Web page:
Cytokines have been shown to play an important role in regulating tolerance to islet Ags and provoking destructive islet lesions. However, data from a number of experimental systems have been conflicting, and the role of cytokines produced by T lymphocytes at various stages of diabetes has not been clearly defined. We have studied the production of cytokines in the pancreas during the development of autoimmune diabetes induced in mice by administration of (5) low doses of streptozotocin (STZ) (MDSDM). Diabetes in this model is T lymphocyte dependent. We used techniques of semiquantitative PCR to identify and quantitate cytokines that are produced. We have found that IL-2, IL-4, TNF-α, and IFN-γ are expressed by the time the fourth dose of STZ is given. In the same pancreas, all of these cytokines (including IL- 4) may be found. However, expression of IFN-γ, but not IL-4, was limited to intrapancreatic lymphocytes and was not detectable at extrapancreatic lymphoid sites. Moreover, mAbs against IFN-γ, but not against IL-4 or IL-2, prevent hyperglycemia and insulitis in MDSDM, suggesting that IFN-γ regulates development of disease. Cells in the pancreases of nondiabetic mice treated with anti-IFN-γ mAb and STZ show enhanced expression of IL-4, but the prevention of disease is due to blockade of the IFN-γ itself, and not due to secretion of IL-4, because systemic administration of IL-4 does not prevent MDSDM. Thus, our findings indicate that cytokines produced by Th1 (or T cytolytic 1) and Th2 (or T cytolytic 2) cells are found in the pancreases of mice developing autoimmune diabetes. IFN-γ is responsible for progression to diabetes, and its production is limited to lymphocytes only at that site.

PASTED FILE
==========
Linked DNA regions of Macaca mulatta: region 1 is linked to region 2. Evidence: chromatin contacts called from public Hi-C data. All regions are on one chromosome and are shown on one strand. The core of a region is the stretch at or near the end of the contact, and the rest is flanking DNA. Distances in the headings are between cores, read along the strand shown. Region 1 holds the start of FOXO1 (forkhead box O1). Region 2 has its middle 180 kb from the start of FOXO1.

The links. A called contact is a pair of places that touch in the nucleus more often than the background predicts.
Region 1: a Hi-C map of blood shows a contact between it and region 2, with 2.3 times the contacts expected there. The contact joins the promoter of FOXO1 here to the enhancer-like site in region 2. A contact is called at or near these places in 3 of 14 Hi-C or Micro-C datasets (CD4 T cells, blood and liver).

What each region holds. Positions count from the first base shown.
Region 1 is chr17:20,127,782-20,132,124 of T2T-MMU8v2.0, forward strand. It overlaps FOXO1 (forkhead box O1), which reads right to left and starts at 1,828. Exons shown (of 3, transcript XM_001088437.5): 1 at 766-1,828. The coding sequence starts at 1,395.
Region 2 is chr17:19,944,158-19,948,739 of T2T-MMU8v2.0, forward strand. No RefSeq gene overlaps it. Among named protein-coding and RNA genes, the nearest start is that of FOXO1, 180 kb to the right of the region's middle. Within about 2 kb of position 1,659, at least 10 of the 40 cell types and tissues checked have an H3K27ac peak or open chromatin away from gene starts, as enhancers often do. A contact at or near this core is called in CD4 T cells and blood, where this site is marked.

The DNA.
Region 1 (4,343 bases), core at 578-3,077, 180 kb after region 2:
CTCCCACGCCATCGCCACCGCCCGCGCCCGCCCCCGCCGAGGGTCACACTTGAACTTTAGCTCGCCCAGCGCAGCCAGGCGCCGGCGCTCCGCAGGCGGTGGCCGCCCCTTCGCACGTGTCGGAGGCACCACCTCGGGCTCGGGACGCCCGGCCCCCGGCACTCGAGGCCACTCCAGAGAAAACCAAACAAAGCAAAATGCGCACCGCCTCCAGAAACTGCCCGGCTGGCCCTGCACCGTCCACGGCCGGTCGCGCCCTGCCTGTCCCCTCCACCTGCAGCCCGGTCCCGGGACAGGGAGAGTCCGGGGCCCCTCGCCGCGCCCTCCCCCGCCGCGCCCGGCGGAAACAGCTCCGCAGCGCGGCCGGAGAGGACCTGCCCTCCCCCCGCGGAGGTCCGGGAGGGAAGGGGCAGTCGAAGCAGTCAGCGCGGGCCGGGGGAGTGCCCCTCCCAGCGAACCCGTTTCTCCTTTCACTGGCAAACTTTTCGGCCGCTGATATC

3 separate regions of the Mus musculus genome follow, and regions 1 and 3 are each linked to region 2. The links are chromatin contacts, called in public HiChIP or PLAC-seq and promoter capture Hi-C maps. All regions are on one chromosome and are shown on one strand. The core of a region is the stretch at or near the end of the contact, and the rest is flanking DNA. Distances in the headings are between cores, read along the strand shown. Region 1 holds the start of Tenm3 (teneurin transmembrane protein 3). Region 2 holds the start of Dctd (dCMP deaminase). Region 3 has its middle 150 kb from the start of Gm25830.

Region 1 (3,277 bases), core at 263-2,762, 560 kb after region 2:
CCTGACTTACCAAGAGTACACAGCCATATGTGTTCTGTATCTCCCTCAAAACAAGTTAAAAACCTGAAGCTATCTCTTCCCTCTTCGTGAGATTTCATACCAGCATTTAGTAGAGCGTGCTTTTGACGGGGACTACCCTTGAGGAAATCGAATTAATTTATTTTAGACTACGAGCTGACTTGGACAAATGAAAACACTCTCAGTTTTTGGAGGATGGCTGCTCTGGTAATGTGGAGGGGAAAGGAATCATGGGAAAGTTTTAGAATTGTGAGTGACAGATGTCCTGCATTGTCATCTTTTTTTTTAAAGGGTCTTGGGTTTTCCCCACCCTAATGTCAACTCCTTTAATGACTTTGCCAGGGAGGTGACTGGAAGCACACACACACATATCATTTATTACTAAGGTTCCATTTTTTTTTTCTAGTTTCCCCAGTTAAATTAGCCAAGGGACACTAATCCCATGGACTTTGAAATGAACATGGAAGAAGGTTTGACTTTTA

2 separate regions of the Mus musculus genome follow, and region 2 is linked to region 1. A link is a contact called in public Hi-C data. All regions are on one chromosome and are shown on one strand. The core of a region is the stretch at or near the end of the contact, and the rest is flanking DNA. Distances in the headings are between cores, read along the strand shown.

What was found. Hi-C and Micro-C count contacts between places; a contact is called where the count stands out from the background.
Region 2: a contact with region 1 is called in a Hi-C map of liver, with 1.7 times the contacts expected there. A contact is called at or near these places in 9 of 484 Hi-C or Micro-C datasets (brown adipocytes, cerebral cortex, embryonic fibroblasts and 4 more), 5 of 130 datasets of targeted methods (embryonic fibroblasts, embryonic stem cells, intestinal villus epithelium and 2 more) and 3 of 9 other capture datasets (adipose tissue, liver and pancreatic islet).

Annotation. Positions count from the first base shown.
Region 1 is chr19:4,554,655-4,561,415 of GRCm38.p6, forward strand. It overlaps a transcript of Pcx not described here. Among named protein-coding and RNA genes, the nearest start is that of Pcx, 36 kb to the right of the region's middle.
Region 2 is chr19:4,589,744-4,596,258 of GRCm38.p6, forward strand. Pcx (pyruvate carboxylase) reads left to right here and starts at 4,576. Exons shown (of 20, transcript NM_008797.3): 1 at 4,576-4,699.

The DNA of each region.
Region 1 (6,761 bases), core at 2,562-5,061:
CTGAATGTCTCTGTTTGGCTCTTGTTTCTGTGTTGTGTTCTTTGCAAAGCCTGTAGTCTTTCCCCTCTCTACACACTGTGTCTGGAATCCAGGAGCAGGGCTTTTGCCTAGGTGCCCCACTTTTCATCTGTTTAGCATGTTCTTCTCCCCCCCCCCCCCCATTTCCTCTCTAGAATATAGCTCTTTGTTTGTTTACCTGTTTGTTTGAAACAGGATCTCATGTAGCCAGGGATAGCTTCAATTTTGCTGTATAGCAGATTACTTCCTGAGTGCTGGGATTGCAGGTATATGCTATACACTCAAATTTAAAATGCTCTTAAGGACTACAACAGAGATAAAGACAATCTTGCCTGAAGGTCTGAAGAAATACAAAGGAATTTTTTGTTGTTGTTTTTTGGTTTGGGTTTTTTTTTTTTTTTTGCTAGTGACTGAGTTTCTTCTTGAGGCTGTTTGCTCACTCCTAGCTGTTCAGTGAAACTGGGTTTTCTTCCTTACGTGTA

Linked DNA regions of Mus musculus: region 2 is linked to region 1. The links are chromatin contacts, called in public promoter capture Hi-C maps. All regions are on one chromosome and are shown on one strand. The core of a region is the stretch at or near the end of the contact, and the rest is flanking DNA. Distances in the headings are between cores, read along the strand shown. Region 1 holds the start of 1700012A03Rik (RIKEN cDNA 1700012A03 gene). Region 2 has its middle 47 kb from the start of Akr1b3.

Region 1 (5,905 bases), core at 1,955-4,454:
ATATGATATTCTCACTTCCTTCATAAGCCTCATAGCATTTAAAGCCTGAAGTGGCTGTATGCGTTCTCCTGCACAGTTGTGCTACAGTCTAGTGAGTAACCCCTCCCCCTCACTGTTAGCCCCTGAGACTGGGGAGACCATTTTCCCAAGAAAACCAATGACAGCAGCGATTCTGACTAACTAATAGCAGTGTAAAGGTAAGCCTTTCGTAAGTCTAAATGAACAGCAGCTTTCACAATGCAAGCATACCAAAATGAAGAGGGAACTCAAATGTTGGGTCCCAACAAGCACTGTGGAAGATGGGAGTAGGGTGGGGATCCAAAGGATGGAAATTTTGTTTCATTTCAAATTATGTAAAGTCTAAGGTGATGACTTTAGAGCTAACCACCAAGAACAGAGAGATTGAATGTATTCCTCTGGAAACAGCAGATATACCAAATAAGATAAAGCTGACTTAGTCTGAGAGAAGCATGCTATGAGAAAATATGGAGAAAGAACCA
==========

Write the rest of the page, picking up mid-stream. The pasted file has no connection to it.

|Original language||English (US)|
|Number of pages||7|
|Journal||Journal of Immunology|
|State||Published - May 1 1996|